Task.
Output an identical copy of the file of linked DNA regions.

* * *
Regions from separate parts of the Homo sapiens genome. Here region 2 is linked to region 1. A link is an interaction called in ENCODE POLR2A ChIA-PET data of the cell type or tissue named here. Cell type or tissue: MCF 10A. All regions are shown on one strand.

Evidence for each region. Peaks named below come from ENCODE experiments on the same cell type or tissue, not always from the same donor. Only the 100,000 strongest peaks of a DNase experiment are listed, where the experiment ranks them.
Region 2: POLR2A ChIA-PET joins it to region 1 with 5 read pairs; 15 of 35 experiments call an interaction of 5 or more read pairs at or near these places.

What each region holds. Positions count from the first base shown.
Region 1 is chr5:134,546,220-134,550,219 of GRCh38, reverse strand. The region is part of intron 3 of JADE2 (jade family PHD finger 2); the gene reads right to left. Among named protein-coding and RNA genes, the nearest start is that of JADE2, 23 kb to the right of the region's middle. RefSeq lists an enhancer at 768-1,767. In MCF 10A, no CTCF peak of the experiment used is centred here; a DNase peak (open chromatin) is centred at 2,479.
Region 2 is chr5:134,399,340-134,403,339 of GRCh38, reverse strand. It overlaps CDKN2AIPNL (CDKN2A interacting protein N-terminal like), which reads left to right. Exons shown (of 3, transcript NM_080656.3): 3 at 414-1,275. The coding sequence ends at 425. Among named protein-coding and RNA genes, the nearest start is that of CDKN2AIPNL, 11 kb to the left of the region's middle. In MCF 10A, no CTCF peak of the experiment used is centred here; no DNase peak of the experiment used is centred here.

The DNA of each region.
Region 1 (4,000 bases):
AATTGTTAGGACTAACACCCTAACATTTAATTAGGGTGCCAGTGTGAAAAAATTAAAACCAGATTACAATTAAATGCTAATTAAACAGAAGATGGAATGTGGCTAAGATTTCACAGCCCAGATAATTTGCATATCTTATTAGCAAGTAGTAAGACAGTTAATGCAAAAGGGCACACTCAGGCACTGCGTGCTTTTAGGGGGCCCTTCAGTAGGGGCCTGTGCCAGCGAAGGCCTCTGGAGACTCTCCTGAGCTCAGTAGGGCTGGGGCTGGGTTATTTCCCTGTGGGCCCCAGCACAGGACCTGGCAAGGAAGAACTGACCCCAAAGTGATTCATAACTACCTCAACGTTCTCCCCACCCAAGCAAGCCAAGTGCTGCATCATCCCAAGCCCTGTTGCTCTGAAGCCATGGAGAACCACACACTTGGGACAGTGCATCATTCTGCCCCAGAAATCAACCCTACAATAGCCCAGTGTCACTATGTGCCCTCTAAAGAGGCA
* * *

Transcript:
Regions from separate parts of the Homo sapiens genome. Here region 2 is linked to region 1. A link is an interaction called in ENCODE POLR2A ChIA-PET data of the cell type or tissue named here. Cell type or tissue: MCF 10A. All regions are shown on one strand.

Evidence for each region. Peaks named below come from ENCODE experiments on the same cell type or tissue, not always from the same donor. Only the 100,000 strongest peaks of a DNase experiment are listed, where the experiment ranks them.
Region 2: POLR2A ChIA-PET joins it to region 1 with 5 read pairs; 15 of 35 experiments call an interaction of 5 or more read pairs at or near these places.

What each region holds. Positions count from the first base shown.
Region 1 is chr5:134,546,220-134,550,219 of GRCh38, reverse strand. The region is part of intron 3 of JADE2 (jade family PHD finger 2); the gene reads right to left. Among named protein-coding and RNA genes, the nearest start is that of JADE2, 23 kb to the right of the region's middle. RefSeq lists an enhancer at 768-1,767. In MCF 10A, no CTCF peak of the experiment used is centred here; a DNase peak (open chromatin) is centred at 2,479.
Region 2 is chr5:134,399,340-134,403,339 of GRCh38, reverse strand. It overlaps CDKN2AIPNL (CDKN2A interacting protein N-terminal like), which reads left to right. Exons shown (of 3, transcript NM_080656.3): 3 at 414-1,275. The coding sequence ends at 425. Among named protein-coding and RNA genes, the nearest start is that of CDKN2AIPNL, 11 kb to the left of the region's middle. In MCF 10A, no CTCF peak of the experiment used is centred here; no DNase peak of the experiment used is centred here.

The DNA of each region.
Region 1 (4,000 bases):
AATTGTTAGGACTAACACCCTAACATTTAATTAGGGTGCCAGTGTGAAAAAATTAAAACCAGATTACAATTAAATGCTAATTAAACAGAAGATGGAATGTGGCTAAGATTTCACAGCCCAGATAATTTGCATATCTTATTAGCAAGTAGTAAGACAGTTAATGCAAAAGGGCACACTCAGGCACTGCGTGCTTTTAGGGGGCCCTTCAGTAGGGGCCTGTGCCAGCGAAGGCCTCTGGAGACTCTCCTGAGCTCAGTAGGGCTGGGGCTGGGTTATTTCCCTGTGGGCCCCAGCACAGGACCTGGCAAGGAAGAACTGACCCCAAAGTGATTCATAACTACCTCAACGTTCTCCCCACCCAAGCAAGCCAAGTGCTGCATCATCCCAAGCCCTGTTGCTCTGAAGCCATGGAGAACCACACACTTGGGACAGTGCATCATTCTGCCCCAGAAATCAACCCTACAATAGCCCAGTGTCACTATGTGCCCTCTAAAGAGGCA